Janga joins PSS’s Institute of Genomics for Crop Abiotic Stress Tolerance
By: Norman Martin
Madhusudhana Janga, an international expert in cell biology specializing in plant tissue culture and transformation, has been named an assistant professor within Texas Tech University's Department of Plant & Soil Science, according to officials within the Davis College of Agricultural Sciences & Natural Resources. He officially steps into his new research post on Sept. 1.
Janga will be working within the Davis College's leading scientific team - the Institute of Genomics for Crop Abiotic Stress Tolerance. Janga is expected to lead projects involving development of gene transfer and gene-editing technologies, combining fundamental research and education with applications to improvement of environmental stress tolerance of crops, especially but not limited to, cotton, sorghum, and other crops relevant to West Texas agriculture.
One of Janga's primary goals at Texas Tech is to improve cotton, sorghum and other crops through genetic transformation and genome editing technologies.
“My long-term objectives are to train the next generation of scientists, provide collaborative service for researchers through plant genetic transformation and develop new methodologies to advance the phase of plant transformation and genetic engineering to improve the crop plants,” Janga said. “I aim to study the function of new genes to uncover underlying mechanisms, and subsequently apply this knowledge to enhance crop plants, making them more resilient to abiotic and biotic stressors, while also increasing their yield and nutritional value.”
Prior to joining Texas Tech as an IGCAST researcher, Janga served as an assistant director with the Plant Transformation Core Facility at the University of Missouri-Columbia. He also served as a staff scientist with Sanford Research in Sioux Falls, South Dakota; a postdoctoral research associate at Texas A&M University-College Station; and a research associate with E. I. DuPont India in Hyderabad, India.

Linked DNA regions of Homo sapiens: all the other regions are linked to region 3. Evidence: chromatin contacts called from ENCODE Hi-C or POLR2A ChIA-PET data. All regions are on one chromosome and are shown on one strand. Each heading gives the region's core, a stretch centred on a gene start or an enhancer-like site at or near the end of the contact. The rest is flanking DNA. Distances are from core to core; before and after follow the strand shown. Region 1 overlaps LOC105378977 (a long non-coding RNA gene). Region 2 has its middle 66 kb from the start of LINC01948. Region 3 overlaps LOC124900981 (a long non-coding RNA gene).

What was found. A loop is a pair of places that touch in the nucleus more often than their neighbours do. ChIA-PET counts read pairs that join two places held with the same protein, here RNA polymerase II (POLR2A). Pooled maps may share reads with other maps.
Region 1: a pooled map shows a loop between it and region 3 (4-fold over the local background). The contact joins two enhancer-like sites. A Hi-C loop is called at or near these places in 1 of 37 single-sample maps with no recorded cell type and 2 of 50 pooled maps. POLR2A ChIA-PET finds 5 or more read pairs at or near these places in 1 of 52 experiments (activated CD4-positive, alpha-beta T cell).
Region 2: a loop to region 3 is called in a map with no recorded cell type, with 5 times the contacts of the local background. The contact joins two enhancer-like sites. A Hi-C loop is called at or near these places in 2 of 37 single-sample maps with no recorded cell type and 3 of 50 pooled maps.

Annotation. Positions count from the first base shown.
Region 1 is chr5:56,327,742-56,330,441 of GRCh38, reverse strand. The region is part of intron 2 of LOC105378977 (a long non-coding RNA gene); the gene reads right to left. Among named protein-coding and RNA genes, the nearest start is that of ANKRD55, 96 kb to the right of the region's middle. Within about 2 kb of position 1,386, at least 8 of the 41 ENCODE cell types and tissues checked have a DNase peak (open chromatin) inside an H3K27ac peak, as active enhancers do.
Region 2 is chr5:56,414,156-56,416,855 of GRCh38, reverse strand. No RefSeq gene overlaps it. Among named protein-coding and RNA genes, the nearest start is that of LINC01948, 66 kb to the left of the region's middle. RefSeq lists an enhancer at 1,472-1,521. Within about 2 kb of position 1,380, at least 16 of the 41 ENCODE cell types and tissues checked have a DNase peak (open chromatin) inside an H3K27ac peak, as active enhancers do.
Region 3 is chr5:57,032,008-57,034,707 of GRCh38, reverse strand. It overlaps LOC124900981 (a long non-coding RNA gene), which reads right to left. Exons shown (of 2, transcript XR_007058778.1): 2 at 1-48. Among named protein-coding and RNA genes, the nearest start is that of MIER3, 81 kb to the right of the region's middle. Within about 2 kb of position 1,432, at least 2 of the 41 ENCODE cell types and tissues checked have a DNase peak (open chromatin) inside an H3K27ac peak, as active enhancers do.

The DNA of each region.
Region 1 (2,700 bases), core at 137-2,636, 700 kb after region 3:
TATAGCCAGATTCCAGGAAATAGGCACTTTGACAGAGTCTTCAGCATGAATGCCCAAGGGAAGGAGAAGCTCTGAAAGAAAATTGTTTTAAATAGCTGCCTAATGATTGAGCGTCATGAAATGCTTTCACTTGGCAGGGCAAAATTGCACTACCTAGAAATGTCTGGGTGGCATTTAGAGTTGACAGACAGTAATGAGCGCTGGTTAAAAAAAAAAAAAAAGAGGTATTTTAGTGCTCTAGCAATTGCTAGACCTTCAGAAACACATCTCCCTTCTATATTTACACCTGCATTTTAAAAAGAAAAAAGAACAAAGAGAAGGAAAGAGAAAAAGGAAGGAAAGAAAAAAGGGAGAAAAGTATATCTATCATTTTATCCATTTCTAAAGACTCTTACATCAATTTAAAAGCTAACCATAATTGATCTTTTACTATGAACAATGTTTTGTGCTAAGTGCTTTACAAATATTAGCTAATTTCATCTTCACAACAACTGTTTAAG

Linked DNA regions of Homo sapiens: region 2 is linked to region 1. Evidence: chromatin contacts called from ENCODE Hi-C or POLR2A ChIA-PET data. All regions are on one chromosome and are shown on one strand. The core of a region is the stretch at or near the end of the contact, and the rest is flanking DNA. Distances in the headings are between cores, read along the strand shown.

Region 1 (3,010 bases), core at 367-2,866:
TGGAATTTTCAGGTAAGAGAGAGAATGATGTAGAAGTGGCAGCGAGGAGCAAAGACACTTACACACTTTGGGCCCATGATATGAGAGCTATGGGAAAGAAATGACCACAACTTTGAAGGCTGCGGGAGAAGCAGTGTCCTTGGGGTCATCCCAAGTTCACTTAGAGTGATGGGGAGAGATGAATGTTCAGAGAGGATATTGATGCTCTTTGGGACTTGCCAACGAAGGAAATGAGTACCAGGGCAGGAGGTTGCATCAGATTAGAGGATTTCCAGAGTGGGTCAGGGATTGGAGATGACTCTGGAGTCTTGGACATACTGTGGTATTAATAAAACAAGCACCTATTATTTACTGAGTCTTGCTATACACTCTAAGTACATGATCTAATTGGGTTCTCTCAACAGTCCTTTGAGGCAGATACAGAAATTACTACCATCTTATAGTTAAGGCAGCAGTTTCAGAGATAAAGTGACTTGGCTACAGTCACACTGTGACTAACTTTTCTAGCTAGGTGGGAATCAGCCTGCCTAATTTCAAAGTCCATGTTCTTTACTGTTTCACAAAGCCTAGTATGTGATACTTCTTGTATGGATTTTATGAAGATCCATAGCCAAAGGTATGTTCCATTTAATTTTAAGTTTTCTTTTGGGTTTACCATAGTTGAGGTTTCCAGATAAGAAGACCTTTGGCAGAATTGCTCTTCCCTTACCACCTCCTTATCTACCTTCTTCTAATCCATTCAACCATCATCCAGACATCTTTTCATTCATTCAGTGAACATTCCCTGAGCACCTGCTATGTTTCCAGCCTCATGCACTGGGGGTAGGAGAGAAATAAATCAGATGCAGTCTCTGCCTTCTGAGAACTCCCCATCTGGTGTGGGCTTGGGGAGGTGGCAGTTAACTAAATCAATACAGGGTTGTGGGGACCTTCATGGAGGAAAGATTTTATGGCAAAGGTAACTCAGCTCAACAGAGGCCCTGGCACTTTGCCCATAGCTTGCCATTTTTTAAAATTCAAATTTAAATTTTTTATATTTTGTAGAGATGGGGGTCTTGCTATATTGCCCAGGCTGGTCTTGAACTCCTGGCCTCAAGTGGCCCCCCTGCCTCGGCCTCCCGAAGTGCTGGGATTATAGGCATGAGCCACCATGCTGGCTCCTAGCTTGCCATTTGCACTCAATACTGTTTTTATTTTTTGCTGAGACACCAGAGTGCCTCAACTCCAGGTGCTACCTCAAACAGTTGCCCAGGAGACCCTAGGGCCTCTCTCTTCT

Janga received his bachelor's degree in biochemistry from Sri Krishnadevaraya University in Anantapur, India, and his master's degree in biotechnology from Barkatullah University in Bhopal, India. His doctorate in genetics is from Osmania University in Hyderabad, India
Led by Luis Rafael Herrera-Estrella, the high-profile IGCAST research group examines how plants adapt to thrive in the presence of environmental stresses such as extreme heat and cold, drought and in the presence of brackish water sources. Herrera-Estrella's arrival at Texas Tech was made possible by a $5 million grant from the State of Texas Governor's University Research Initiative and matched by the university to bring the best and brightest researchers to Texas.
IGCAST was established in 2020 with a mission of conducting top-ranked research and graduate education on the use of functional and population genomics to understand the molecular mechanisms that determine resilience of crops and related wild species to adverse environmental stresses in the era of climate change.
The research group aims at integrating an interdisciplinary team of scientists to conduct internationally competitive, multidisciplinary research to study physiological, biochemical and molecular mechanisms and plant architecture underlying resistance to environmental stresses, contributing to the development of sustainable agriculture.
CONTACT: Glen Ritchie, Department Chair, Department of Plant & Soil Science, Texas Tech University at (806) 742-4325 or firstname.lastname@example.org
- Agricultural & Applied Economics
- Agricultural Education & Communications
- Animal & Food Sciences
- Landscape Architecture
- Natural Resources Management
- Plant & Soil Science
- Veterinary Science
Editor: Norman Martin
Maps: Where to Find It